Bankruptcy means someone is legally unable to pay their debts as agreed. The procedure of verifying someone truly is bankrupt can take up to 8 months in most cases, and those who have some assets will be required to pay back some or most of their debts over a 2- to 5-year time period. There are two major types of bankruptcy definitions that apply to consumers: Chapter 7 and Chapter 13.


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Maybe but not normally. Generally speaking, you can keep your home during a Chapter 7 case so long as you "reaffirm" the debt to the mortgage company during the case. This means you contact the mortgage company and tell them you want a "reaffirmation agreement," then they will send you one and you sign it, they sign it, and you file it with the court. This reaffirmation agreement puts you back on the hook legally for the mortgage debt, but lets you keep your home. In other words, it allows the mortgage to pass through the bankruptcy unscathed. There are a couple of roadblocks to this though: (1) If you are not current on your mortgage payments, the mortgage company will usually not allow you to reaffirm the debt. So, generally people in Chapter 7 must be current on mortgage payments to be able to keep a home in a Chapter 7. (2) If you have too much equity in the home, the Bankruptcy Court may seek to sell the home. In other words, each State says how much equity in residential real estate a person who files bankruptcy in that State may protect. If you go over this amount, the Bankruptcy Court can sell the home to get that unprotected equity to give to your creditors. For example, in Indiana each person may protect $15,000.00 equity in residential real estate. So, if John files bankruptcy in Indiana and he owes $70,000 on his house and his house is worth $80,000, he is fine since he only has $10,000 in equity ($80,000 value minus $70,000 mortgage) and he is safe for up to $15,000. But, say John owes $70,000 on his house and it is worth $150,000. Now, John has $80,000 in equity ($150,000 value minus $70,000 mortgage) and he can only protect $15,000, so the Bankruptcy Court would sell the house, pay off the mortgage, give John his $15,000, and keep the remaining $65,000 to give to creditors. So, to keep a house in Chapter 7 be sure you are current on the mortgage and check and be sure you are within the amount of equity you are allowed to have in your State. Please note that nothing in this posting or in any other posting constitutes legal advice; this is simply my understanding of the facts and law, which I do not warrant, and I am not suggesting any course of action or inaction to any person. Speak to a lawyer for specific advice. If you have any questions, please refer to a lawyer in your jurisdiction. Thanks!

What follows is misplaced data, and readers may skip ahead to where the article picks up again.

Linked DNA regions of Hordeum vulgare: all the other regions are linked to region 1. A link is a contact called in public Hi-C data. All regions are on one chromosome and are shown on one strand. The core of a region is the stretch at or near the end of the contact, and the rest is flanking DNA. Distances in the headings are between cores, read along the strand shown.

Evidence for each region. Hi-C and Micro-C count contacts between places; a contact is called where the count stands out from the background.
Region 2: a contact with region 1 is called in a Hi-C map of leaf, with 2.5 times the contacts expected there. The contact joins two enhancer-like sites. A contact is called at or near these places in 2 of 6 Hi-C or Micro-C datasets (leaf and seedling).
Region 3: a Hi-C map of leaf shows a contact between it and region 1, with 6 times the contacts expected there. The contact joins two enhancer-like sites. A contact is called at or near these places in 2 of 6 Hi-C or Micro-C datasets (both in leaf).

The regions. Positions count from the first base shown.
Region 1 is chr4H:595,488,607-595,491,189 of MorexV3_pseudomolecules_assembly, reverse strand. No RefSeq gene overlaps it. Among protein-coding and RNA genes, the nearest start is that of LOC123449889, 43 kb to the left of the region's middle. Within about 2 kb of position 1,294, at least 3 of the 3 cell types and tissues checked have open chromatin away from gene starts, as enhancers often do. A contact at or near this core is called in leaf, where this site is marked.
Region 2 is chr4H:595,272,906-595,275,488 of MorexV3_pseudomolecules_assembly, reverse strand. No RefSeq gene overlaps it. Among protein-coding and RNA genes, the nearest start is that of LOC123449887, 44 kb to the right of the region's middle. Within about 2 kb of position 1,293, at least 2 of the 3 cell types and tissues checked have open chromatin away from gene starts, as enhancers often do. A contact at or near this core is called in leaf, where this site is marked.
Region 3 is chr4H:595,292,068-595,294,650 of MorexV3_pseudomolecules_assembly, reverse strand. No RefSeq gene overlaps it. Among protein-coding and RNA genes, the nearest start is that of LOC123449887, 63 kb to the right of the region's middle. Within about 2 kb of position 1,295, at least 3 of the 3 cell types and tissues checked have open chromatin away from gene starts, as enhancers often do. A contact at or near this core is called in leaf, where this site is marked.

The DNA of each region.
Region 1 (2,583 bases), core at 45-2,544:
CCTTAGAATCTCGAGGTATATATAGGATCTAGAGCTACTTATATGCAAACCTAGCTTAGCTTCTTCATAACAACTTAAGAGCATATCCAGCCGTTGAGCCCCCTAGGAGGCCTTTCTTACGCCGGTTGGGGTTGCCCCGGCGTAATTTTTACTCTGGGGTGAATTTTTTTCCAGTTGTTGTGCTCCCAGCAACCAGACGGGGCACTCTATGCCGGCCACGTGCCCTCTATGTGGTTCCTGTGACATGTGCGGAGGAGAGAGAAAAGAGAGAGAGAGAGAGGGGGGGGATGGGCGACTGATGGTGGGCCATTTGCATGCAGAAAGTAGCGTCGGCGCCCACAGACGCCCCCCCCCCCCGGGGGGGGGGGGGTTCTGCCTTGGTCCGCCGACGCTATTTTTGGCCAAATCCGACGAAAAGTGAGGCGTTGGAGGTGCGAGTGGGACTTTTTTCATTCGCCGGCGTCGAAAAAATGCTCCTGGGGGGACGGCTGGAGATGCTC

You have to file Joint, not only have you both co-signed everything but she responsible legally by marriage.


They go by when it was filed--not discharged. Legally, the answer is 10 years from filing; however, some credit bureaus remove Chapter 13 after 7 years.


A Chapter seven will remain on the credit report for ten years. You can always request, legally or informally. But the law states that bankruptcy may remain on your credit report for 10 years from the date of filing. The time limit is strictly adhered to by the credit bureaus for Chapter 7 bankruptcies. The bureaus are much more flexible with Chapter 13. These can, by law, remain for 10 years. But it is customary for them to be shielded from view after 7.


By definition a mortgage is secured on the deeds of the house. They will have the deed (or officially have their name legally registered for the property) if they have given you a mortgage.


During the bankruptcy period you cannot borrow any money at all and not even operate a bank account properley. Once discharged (now 12 months) you are legally able to apply for credit as normal (although you must declare you were bankrupt by law). The chances of getting a mortgage however are slim to say the least. All lenders and brokers will see from your credit and the bankruptcy register that you have been bankrupt and are unlikely to lend you to for perhaps up to 7 years. However, there are specialist morgage providers who would be prepared to consider a mortgage application from former bankrupt people, although the risk is clearly evident in the high APR that will be quoted. By finding a good mortgage broker it is possible to get a mortgage but deposit, loan to value ratio and interest will all be at a disadvantage to the applicant.


Not if the debts were actually discharged in the bankruptcy. In regards to the cost of the bankruptcy if the couple were still legally married then that too is not recoverable.


Of course! The money is still owed to the bank and you cannot legally sell it without satisfying the mortgage.


If your name is not on the mortgage you are not legally liable for the loan as far as the bank is concerned. You could become liable through a divorce if it has been your home for you and your spouse.